Cutaneous involvement can be seen up to 8 months prior to other symptoms of overt systemic disease.

  • Histoplasmosis

    Histoplasma capsulatum: dimorphic fungus

    Found worldwide in the soil, especially that soiled with bat and bird droppings and in river basins

    Most common in North America: Mississippi and Ohio River basins most common; Potomac, Delaware, Hudson, and St Lawrence Rivers

    Acquired by inhalation of spores from soil or excreta of birds/bats

    The skin is involved in approximately 6% of patients with disseminated disease and may be more common in those with AIDS and organ transplantation

  • Paracoccidioidomycosis

    Paracoccidioides brasiliensis: dimorphic fungus

    Endemic to Central and South America especially Brazil, Argentina, Venezuela, Colombia, and Ecuador

    Cases reported in the United States, Mexico, Europe, and Asia

    Appears to require high humidity throughout the year along with mild temperatures restricting it to certain locations

    Most patients are men and predominantly in laborers

    Acquired by inhalation of conidia

    Initial infection is commonly subclinical to mildly symptomatic

    Disseminated disease has two main clinical presentations (overlap does occur)

    Chronic adult form: pulmonary and extrapulmonary (mucocutaneous often) involvement

    Acute to subacute juvenile form: reticuloendothelial system involvement (liver, spleen, lymph nodes); pulmonary complaints are minimal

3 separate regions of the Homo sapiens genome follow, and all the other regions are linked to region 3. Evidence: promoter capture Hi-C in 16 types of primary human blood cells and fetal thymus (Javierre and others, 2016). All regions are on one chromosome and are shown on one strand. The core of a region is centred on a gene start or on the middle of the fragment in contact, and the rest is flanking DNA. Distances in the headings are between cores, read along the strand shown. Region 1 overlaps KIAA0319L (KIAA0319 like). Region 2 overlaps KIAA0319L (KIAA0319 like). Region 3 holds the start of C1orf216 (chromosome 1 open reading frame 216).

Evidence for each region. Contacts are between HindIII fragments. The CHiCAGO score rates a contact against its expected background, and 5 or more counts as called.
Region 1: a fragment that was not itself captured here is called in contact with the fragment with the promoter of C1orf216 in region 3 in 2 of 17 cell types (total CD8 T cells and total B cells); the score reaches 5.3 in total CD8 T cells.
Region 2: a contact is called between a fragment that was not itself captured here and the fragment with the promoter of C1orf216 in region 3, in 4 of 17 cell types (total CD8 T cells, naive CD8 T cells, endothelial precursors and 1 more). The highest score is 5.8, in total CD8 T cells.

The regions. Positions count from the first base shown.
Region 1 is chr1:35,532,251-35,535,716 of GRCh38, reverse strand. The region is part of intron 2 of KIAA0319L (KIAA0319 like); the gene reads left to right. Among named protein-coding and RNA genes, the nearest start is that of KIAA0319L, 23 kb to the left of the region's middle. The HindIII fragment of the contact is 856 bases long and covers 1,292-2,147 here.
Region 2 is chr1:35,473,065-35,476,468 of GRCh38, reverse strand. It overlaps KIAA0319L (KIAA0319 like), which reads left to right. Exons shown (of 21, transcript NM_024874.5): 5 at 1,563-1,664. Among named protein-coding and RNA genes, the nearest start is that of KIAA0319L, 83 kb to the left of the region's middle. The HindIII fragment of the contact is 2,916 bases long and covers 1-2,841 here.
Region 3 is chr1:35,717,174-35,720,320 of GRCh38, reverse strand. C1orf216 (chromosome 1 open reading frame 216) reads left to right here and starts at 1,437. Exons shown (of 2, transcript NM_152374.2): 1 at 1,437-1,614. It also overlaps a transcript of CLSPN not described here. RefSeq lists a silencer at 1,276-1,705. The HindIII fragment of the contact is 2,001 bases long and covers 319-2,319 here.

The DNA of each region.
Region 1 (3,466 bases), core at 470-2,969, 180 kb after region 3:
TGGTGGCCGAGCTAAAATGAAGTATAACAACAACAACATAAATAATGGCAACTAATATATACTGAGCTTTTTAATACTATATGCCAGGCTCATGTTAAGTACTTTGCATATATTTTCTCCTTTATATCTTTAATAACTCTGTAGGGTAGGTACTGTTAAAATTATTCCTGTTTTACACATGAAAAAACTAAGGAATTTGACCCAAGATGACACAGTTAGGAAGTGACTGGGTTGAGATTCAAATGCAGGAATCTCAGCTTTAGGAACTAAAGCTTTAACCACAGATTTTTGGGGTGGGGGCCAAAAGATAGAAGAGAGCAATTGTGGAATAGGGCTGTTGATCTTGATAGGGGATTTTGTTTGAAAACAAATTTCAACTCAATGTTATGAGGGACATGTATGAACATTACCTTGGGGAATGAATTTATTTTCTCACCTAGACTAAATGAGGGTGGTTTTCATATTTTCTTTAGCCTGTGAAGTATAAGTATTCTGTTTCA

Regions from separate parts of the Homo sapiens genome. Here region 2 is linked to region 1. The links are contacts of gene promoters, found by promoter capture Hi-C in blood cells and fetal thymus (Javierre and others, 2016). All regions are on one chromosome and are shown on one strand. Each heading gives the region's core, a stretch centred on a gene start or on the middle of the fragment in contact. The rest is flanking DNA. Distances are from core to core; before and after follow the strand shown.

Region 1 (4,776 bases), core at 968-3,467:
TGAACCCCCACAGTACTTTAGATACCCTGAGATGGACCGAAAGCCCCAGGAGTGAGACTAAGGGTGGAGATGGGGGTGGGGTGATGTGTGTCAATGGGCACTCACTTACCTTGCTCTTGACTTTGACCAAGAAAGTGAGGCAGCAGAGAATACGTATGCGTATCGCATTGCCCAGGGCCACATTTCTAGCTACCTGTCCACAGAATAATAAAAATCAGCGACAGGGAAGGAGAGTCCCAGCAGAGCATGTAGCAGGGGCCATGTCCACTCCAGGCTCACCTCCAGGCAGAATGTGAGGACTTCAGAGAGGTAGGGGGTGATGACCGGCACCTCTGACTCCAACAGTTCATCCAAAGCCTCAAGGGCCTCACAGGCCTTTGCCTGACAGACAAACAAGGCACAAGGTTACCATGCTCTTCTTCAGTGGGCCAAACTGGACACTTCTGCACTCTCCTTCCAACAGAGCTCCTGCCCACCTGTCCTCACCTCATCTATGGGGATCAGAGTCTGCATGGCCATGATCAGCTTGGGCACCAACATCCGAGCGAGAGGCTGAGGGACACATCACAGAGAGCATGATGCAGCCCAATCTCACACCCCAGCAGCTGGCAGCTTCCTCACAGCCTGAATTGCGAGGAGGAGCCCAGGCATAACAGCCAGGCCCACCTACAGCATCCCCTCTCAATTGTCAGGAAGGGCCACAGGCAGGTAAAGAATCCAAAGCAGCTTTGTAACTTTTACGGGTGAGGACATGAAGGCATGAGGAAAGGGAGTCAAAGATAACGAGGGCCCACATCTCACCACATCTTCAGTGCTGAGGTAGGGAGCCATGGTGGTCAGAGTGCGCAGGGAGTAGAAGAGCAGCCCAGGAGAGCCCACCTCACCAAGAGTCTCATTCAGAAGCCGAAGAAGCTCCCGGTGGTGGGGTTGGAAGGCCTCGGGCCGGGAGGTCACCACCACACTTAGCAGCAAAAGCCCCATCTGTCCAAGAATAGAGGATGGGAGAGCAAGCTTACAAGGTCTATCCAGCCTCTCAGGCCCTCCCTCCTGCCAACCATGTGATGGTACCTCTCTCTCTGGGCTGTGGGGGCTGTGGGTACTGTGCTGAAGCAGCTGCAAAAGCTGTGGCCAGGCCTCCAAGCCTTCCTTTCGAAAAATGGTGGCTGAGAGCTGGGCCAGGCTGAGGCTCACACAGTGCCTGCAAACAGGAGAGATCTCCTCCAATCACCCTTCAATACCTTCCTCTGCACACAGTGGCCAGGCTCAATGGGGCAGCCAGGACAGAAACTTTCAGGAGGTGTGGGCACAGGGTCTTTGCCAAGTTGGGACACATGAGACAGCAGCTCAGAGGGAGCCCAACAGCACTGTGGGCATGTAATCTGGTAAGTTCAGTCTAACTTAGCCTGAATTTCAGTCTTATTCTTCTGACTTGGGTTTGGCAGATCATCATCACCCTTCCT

• Sporotrichosis

    Sporothrix schenckii: dimorphic fungus

    Worldwide distribution

    Found in soil, plants, and plant products

    Cases tend to be the result of occupational or recreational exposure.

    Most cases are limited to the regional lymphatic type of sporotrichosis.

    In those with decreased immunity, multifocal cutaneous and extracutaneous disease may occur.

    Exposure through gardening, farming, minting, horticulture, etc. should be sought.

  • Penicilliosis

    Penicillium marneffei: dimorphic fungus

    Southeast Asia and southern China

    Found in healthy bamboo rats and soil near their burrows; their role in human infection is unclear

    Cases are seen most commonly in young adults with HIV

    Infection risk may increase during the rainy season.

    60 to 70% of those with disseminated disease will have skin manifestations.

Which individuals are of greater risk of developing a disseminated fungal infection?

  • Blastomycosis:

    HIV-positive patients, especially if CD4 is less than 200cells/mL, are more likely to demonstrate:

    Symptomatic pulmonary infection

    Disseminated disease

    CNS involvement (up to 40% of those with blastomycosis)

    Solid organ transplant

    Hematologic malignancy